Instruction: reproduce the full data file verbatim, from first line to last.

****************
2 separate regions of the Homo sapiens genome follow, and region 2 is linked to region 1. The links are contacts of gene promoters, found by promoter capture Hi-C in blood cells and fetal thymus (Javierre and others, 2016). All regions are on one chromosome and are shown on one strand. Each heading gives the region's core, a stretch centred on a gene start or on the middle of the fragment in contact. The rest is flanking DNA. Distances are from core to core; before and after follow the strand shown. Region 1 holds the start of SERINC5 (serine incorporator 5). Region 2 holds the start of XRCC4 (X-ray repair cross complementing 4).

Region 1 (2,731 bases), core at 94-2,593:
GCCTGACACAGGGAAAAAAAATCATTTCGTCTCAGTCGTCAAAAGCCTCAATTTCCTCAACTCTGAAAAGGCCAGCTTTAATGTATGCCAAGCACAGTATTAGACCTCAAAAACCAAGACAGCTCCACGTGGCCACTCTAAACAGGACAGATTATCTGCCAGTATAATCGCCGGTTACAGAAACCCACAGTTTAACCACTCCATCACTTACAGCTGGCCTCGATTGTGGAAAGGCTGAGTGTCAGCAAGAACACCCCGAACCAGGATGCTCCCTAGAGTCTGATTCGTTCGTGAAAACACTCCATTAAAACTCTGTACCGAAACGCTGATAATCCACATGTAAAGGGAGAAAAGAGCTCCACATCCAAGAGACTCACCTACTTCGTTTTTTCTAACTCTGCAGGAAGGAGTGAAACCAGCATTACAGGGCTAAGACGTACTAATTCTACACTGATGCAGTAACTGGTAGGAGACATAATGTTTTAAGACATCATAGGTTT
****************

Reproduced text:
2 separate regions of the Homo sapiens genome follow, and region 2 is linked to region 1. The links are contacts of gene promoters, found by promoter capture Hi-C in blood cells and fetal thymus (Javierre and others, 2016). All regions are on one chromosome and are shown on one strand. Each heading gives the region's core, a stretch centred on a gene start or on the middle of the fragment in contact. The rest is flanking DNA. Distances are from core to core; before and after follow the strand shown. Region 1 holds the start of SERINC5 (serine incorporator 5). Region 2 holds the start of XRCC4 (X-ray repair cross complementing 4).

Region 1 (2,731 bases), core at 94-2,593:
GCCTGACACAGGGAAAAAAAATCATTTCGTCTCAGTCGTCAAAAGCCTCAATTTCCTCAACTCTGAAAAGGCCAGCTTTAATGTATGCCAAGCACAGTATTAGACCTCAAAAACCAAGACAGCTCCACGTGGCCACTCTAAACAGGACAGATTATCTGCCAGTATAATCGCCGGTTACAGAAACCCACAGTTTAACCACTCCATCACTTACAGCTGGCCTCGATTGTGGAAAGGCTGAGTGTCAGCAAGAACACCCCGAACCAGGATGCTCCCTAGAGTCTGATTCGTTCGTGAAAACACTCCATTAAAACTCTGTACCGAAACGCTGATAATCCACATGTAAAGGGAGAAAAGAGCTCCACATCCAAGAGACTCACCTACTTCGTTTTTTCTAACTCTGCAGGAAGGAGTGAAACCAGCATTACAGGGCTAAGACGTACTAATTCTACACTGATGCAGTAACTGGTAGGAGACATAATGTTTTAAGACATCATAGGTTT